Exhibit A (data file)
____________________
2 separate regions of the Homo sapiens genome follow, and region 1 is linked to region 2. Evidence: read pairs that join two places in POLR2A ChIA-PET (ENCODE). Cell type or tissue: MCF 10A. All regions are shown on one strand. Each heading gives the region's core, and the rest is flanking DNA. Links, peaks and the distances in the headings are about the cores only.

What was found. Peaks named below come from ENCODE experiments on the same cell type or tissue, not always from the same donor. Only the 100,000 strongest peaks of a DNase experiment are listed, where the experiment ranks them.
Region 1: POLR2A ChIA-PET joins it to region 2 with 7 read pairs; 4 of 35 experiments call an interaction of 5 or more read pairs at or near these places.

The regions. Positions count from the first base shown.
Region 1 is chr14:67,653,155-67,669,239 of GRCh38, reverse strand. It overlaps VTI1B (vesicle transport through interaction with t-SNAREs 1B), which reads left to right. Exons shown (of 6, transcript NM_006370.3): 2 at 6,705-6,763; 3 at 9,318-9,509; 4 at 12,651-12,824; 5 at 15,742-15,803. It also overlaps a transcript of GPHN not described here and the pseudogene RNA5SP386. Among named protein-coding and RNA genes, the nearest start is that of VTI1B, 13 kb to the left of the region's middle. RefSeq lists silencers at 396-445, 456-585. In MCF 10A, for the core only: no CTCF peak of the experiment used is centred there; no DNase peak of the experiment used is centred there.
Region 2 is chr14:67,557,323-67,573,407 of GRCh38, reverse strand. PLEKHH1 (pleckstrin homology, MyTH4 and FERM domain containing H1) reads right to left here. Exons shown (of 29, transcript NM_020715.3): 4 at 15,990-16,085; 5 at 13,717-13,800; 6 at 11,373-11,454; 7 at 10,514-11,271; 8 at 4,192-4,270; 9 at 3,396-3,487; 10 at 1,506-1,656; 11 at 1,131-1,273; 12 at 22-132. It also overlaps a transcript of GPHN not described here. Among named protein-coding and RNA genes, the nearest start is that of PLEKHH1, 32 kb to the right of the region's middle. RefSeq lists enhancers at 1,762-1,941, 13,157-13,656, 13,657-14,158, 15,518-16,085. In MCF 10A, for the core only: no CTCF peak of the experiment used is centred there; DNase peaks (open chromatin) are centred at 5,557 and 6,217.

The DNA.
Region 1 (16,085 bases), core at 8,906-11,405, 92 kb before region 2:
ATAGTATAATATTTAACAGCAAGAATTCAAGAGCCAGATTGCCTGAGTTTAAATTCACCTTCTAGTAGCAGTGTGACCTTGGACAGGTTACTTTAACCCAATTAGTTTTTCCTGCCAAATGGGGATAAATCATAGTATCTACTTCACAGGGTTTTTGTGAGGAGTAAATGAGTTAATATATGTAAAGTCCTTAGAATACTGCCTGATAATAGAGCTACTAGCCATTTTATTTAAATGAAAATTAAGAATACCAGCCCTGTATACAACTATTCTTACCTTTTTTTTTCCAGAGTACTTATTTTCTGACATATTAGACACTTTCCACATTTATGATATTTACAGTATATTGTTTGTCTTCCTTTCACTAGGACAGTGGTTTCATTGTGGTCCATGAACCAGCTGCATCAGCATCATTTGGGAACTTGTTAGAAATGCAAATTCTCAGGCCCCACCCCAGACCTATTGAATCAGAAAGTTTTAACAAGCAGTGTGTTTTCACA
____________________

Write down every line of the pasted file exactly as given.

2 separate regions of the Homo sapiens genome follow, and region 1 is linked to region 2. Evidence: read pairs that join two places in POLR2A ChIA-PET (ENCODE). Cell type or tissue: MCF 10A. All regions are shown on one strand. Each heading gives the region's core, and the rest is flanking DNA. Links, peaks and the distances in the headings are about the cores only.

What was found. Peaks named below come from ENCODE experiments on the same cell type or tissue, not always from the same donor. Only the 100,000 strongest peaks of a DNase experiment are listed, where the experiment ranks them.
Region 1: POLR2A ChIA-PET joins it to region 2 with 7 read pairs; 4 of 35 experiments call an interaction of 5 or more read pairs at or near these places.

The regions. Positions count from the first base shown.
Region 1 is chr14:67,653,155-67,669,239 of GRCh38, reverse strand. It overlaps VTI1B (vesicle transport through interaction with t-SNAREs 1B), which reads left to right. Exons shown (of 6, transcript NM_006370.3): 2 at 6,705-6,763; 3 at 9,318-9,509; 4 at 12,651-12,824; 5 at 15,742-15,803. It also overlaps a transcript of GPHN not described here and the pseudogene RNA5SP386. Among named protein-coding and RNA genes, the nearest start is that of VTI1B, 13 kb to the left of the region's middle. RefSeq lists silencers at 396-445, 456-585. In MCF 10A, for the core only: no CTCF peak of the experiment used is centred there; no DNase peak of the experiment used is centred there.
Region 2 is chr14:67,557,323-67,573,407 of GRCh38, reverse strand. PLEKHH1 (pleckstrin homology, MyTH4 and FERM domain containing H1) reads right to left here. Exons shown (of 29, transcript NM_020715.3): 4 at 15,990-16,085; 5 at 13,717-13,800; 6 at 11,373-11,454; 7 at 10,514-11,271; 8 at 4,192-4,270; 9 at 3,396-3,487; 10 at 1,506-1,656; 11 at 1,131-1,273; 12 at 22-132. It also overlaps a transcript of GPHN not described here. Among named protein-coding and RNA genes, the nearest start is that of PLEKHH1, 32 kb to the right of the region's middle. RefSeq lists enhancers at 1,762-1,941, 13,157-13,656, 13,657-14,158, 15,518-16,085. In MCF 10A, for the core only: no CTCF peak of the experiment used is centred there; DNase peaks (open chromatin) are centred at 5,557 and 6,217.

The DNA.
Region 1 (16,085 bases), core at 8,906-11,405, 92 kb before region 2:
ATAGTATAATATTTAACAGCAAGAATTCAAGAGCCAGATTGCCTGAGTTTAAATTCACCTTCTAGTAGCAGTGTGACCTTGGACAGGTTACTTTAACCCAATTAGTTTTTCCTGCCAAATGGGGATAAATCATAGTATCTACTTCACAGGGTTTTTGTGAGGAGTAAATGAGTTAATATATGTAAAGTCCTTAGAATACTGCCTGATAATAGAGCTACTAGCCATTTTATTTAAATGAAAATTAAGAATACCAGCCCTGTATACAACTATTCTTACCTTTTTTTTTCCAGAGTACTTATTTTCTGACATATTAGACACTTTCCACATTTATGATATTTACAGTATATTGTTTGTCTTCCTTTCACTAGGACAGTGGTTTCATTGTGGTCCATGAACCAGCTGCATCAGCATCATTTGGGAACTTGTTAGAAATGCAAATTCTCAGGCCCCACCCCAGACCTATTGAATCAGAAAGTTTTAACAAGCAGTGTGTTTTCACA